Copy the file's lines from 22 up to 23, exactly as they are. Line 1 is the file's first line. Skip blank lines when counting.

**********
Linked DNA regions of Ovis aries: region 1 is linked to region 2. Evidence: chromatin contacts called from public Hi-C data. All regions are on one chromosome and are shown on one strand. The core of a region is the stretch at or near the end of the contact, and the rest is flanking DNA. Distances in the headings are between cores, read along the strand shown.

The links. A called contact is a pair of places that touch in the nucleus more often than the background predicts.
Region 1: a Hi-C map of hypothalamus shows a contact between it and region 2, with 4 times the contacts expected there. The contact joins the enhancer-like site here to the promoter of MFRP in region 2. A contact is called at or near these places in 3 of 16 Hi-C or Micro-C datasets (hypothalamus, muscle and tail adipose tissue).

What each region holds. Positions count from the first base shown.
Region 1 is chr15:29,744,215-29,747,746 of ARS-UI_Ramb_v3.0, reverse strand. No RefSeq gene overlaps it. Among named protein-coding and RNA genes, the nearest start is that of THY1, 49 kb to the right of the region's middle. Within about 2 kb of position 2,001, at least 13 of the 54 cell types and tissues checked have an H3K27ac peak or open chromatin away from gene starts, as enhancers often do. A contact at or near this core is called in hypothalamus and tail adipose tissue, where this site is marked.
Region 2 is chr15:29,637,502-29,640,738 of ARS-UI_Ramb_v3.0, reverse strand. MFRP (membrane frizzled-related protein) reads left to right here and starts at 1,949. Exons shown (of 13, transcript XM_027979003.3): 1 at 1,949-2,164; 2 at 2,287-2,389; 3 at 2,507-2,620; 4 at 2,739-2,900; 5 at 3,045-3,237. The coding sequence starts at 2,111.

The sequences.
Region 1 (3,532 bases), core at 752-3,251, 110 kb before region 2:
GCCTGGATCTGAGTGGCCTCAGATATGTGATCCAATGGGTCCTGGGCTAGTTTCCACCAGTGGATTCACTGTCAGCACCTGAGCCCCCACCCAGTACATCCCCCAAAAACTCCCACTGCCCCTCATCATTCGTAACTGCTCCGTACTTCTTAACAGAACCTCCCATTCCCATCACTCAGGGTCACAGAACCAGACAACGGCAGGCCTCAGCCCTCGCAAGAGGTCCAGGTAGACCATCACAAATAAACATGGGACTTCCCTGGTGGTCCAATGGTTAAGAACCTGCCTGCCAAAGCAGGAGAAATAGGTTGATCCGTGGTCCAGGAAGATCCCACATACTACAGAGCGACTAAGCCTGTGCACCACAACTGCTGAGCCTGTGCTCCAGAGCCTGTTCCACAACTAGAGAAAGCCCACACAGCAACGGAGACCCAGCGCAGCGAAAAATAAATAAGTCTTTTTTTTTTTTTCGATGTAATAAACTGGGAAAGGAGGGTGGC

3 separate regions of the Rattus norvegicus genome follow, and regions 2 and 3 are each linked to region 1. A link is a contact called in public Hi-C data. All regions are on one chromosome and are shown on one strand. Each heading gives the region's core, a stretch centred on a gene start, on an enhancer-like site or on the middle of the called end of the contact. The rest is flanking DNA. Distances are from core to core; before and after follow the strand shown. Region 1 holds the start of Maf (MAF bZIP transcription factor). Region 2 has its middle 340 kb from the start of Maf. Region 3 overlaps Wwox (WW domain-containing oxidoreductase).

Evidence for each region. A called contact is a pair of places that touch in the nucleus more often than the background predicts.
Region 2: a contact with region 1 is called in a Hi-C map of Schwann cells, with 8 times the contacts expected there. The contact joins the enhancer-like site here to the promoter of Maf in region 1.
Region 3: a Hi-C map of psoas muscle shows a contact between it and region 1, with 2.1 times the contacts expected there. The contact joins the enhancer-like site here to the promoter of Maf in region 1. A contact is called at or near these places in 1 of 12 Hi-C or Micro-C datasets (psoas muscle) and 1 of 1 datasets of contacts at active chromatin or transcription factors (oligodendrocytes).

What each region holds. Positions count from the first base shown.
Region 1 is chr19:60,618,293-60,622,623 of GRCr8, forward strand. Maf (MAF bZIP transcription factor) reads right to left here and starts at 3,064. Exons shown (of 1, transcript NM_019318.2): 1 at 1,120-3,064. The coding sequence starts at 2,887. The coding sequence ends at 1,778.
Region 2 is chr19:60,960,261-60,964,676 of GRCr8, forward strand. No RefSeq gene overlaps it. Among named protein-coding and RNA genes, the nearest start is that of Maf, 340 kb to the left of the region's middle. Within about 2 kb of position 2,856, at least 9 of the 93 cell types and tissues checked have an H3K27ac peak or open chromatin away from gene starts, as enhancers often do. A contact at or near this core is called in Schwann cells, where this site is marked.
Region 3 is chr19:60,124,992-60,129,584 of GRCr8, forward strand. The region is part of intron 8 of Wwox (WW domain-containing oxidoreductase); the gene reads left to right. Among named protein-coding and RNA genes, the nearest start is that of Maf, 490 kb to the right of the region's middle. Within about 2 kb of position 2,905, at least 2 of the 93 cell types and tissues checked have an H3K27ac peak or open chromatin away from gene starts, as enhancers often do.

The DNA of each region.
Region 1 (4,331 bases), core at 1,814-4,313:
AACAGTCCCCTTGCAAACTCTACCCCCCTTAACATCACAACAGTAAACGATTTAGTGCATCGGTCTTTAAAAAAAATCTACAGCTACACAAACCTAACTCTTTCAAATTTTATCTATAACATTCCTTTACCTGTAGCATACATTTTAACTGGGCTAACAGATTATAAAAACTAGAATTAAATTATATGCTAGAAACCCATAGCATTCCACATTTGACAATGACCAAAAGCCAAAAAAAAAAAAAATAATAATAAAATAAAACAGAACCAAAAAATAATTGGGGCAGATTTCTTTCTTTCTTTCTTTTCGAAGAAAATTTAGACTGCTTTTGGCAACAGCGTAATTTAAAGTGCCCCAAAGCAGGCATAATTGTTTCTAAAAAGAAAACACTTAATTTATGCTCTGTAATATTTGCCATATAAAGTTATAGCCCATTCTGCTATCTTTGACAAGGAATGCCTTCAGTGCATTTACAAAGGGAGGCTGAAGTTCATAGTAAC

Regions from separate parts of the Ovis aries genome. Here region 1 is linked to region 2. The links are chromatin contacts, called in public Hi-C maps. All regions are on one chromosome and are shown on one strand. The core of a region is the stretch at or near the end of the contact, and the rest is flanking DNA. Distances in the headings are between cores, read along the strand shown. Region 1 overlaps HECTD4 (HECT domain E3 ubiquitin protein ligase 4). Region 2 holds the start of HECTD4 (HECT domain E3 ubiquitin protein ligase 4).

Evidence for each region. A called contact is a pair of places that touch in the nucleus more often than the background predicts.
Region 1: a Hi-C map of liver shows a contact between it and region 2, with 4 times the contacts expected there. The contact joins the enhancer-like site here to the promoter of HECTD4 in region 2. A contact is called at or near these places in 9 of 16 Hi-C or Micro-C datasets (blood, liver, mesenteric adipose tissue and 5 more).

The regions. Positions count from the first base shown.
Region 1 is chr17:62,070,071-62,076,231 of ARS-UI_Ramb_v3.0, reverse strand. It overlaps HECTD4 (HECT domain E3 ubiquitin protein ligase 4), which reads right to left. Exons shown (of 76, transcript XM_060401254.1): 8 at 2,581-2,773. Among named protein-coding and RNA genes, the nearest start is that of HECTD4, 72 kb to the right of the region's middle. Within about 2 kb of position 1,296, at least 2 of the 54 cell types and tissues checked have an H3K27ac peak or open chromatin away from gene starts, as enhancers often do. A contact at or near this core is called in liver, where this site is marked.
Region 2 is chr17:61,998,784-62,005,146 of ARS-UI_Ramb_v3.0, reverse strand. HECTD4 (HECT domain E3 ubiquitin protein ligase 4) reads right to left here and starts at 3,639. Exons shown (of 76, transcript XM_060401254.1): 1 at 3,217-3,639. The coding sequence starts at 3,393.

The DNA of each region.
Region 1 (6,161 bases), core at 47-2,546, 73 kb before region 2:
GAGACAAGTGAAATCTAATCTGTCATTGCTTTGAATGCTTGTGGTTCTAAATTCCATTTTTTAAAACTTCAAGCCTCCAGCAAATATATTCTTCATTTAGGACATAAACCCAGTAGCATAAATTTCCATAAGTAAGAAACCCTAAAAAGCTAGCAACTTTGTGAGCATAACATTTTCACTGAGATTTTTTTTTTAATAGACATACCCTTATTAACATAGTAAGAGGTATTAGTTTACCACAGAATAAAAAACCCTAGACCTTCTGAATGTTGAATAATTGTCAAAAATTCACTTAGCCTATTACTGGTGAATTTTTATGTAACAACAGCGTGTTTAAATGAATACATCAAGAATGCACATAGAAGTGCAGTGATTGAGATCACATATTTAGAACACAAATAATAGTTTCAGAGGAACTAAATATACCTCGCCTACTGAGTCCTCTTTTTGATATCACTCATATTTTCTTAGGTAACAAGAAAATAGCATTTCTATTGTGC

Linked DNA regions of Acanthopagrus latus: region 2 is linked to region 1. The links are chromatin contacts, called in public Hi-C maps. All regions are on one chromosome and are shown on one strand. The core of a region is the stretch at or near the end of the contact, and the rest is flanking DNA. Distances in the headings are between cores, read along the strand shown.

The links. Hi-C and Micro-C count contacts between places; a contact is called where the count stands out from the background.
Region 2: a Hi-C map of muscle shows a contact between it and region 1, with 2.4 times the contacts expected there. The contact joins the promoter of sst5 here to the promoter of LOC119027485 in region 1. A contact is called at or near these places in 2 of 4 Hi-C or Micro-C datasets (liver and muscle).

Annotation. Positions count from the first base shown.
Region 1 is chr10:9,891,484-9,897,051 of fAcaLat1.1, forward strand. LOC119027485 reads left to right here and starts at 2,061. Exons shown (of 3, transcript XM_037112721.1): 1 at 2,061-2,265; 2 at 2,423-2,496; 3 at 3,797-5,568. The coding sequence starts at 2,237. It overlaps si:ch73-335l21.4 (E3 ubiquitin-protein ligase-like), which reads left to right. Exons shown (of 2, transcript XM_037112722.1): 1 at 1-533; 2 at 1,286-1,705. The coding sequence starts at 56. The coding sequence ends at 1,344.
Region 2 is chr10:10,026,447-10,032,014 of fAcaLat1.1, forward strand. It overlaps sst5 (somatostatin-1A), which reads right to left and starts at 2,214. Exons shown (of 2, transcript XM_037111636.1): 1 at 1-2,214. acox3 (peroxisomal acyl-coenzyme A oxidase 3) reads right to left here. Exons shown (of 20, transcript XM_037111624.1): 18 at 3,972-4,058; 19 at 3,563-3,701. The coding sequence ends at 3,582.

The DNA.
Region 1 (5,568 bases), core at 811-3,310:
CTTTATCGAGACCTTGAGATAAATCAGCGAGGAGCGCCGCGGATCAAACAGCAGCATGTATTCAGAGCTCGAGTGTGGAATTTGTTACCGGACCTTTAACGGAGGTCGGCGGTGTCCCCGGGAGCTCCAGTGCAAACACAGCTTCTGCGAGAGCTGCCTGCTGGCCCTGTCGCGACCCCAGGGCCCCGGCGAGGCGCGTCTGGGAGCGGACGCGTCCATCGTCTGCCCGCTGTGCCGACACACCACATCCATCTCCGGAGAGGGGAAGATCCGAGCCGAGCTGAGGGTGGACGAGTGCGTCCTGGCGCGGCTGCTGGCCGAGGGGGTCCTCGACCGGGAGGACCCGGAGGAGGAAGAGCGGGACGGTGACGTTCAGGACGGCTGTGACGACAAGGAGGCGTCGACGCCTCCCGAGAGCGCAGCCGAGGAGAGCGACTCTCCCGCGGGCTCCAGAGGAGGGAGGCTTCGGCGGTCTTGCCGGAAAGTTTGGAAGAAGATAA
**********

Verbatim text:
Evidence for each region. A called contact is a pair of places that touch in the nucleus more often than the background predicts.
Region 1: a Hi-C map of liver shows a contact between it and region 2, with 4 times the contacts expected there. The contact joins the enhancer-like site here to the promoter of HECTD4 in region 2. A contact is called at or near these places in 9 of 16 Hi-C or Micro-C datasets (blood, liver, mesenteric adipose tissue and 5 more).